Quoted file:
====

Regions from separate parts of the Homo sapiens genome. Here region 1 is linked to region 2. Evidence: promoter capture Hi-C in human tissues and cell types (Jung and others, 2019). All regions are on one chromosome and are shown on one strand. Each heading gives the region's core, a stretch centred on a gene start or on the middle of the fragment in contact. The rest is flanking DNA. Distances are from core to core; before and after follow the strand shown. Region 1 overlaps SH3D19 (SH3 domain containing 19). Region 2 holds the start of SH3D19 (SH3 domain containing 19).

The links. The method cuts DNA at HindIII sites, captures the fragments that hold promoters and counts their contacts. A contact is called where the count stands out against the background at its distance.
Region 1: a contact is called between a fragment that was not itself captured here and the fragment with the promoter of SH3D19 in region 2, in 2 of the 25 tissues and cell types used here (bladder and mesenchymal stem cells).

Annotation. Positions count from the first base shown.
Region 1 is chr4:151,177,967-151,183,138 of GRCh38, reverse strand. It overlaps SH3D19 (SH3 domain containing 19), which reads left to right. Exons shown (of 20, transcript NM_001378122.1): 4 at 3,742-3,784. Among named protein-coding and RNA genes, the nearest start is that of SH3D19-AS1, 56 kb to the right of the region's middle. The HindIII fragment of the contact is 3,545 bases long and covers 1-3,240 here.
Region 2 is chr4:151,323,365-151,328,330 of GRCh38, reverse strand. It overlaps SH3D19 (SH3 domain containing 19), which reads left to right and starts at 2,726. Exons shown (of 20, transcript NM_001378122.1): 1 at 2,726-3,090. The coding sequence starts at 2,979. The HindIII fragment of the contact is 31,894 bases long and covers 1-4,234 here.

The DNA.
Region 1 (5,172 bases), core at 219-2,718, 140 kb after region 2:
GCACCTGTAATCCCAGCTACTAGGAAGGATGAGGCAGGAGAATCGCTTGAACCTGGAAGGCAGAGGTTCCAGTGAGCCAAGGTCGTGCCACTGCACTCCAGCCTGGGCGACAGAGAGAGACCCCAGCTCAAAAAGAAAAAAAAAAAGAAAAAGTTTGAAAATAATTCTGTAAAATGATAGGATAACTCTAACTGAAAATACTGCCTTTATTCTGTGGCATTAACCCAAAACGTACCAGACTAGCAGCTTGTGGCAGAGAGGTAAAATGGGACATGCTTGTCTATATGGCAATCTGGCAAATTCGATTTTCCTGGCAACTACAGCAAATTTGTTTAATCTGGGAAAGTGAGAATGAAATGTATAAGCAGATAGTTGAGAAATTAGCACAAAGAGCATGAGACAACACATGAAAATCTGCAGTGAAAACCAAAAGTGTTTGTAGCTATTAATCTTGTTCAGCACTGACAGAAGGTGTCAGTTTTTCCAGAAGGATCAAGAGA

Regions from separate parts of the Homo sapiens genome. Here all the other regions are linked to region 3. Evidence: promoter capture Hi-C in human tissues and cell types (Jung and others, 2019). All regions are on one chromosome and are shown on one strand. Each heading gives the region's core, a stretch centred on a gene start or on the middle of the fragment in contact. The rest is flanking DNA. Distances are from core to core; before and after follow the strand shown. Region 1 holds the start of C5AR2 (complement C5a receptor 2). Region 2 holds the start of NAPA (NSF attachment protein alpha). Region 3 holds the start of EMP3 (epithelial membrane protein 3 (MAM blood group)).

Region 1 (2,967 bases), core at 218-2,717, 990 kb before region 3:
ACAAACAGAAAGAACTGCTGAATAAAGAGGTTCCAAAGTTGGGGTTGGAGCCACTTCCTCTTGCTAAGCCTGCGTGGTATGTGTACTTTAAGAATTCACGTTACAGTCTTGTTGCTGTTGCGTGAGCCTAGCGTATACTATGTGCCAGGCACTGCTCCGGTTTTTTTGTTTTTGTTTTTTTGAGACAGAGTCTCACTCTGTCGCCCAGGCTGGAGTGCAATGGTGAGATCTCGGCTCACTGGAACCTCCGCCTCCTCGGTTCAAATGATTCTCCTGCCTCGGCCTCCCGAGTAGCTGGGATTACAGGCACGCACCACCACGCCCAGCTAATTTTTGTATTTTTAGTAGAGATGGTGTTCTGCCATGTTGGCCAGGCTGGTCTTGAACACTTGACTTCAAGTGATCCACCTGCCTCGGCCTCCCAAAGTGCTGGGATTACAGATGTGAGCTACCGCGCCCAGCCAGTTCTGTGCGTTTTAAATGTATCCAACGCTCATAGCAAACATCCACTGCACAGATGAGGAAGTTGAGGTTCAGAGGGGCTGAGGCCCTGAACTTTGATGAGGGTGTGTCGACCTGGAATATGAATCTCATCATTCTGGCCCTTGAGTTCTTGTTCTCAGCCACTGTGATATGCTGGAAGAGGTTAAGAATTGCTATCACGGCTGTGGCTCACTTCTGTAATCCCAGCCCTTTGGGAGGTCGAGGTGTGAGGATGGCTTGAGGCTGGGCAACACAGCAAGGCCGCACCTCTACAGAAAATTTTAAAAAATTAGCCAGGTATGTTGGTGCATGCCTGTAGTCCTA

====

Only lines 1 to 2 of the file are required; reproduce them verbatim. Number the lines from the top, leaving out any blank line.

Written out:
Regions from separate parts of the Homo sapiens genome. Here region 1 is linked to region 2. Evidence: promoter capture Hi-C in human tissues and cell types (Jung and others, 2019). All regions are on one chromosome and are shown on one strand. Each heading gives the region's core, a stretch centred on a gene start or on the middle of the fragment in contact. The rest is flanking DNA. Distances are from core to core; before and after follow the strand shown. Region 1 overlaps SH3D19 (SH3 domain containing 19). Region 2 holds the start of SH3D19 (SH3 domain containing 19).

The links. The method cuts DNA at HindIII sites, captures the fragments that hold promoters and counts their contacts. A contact is called where the count stands out against the background at its distance.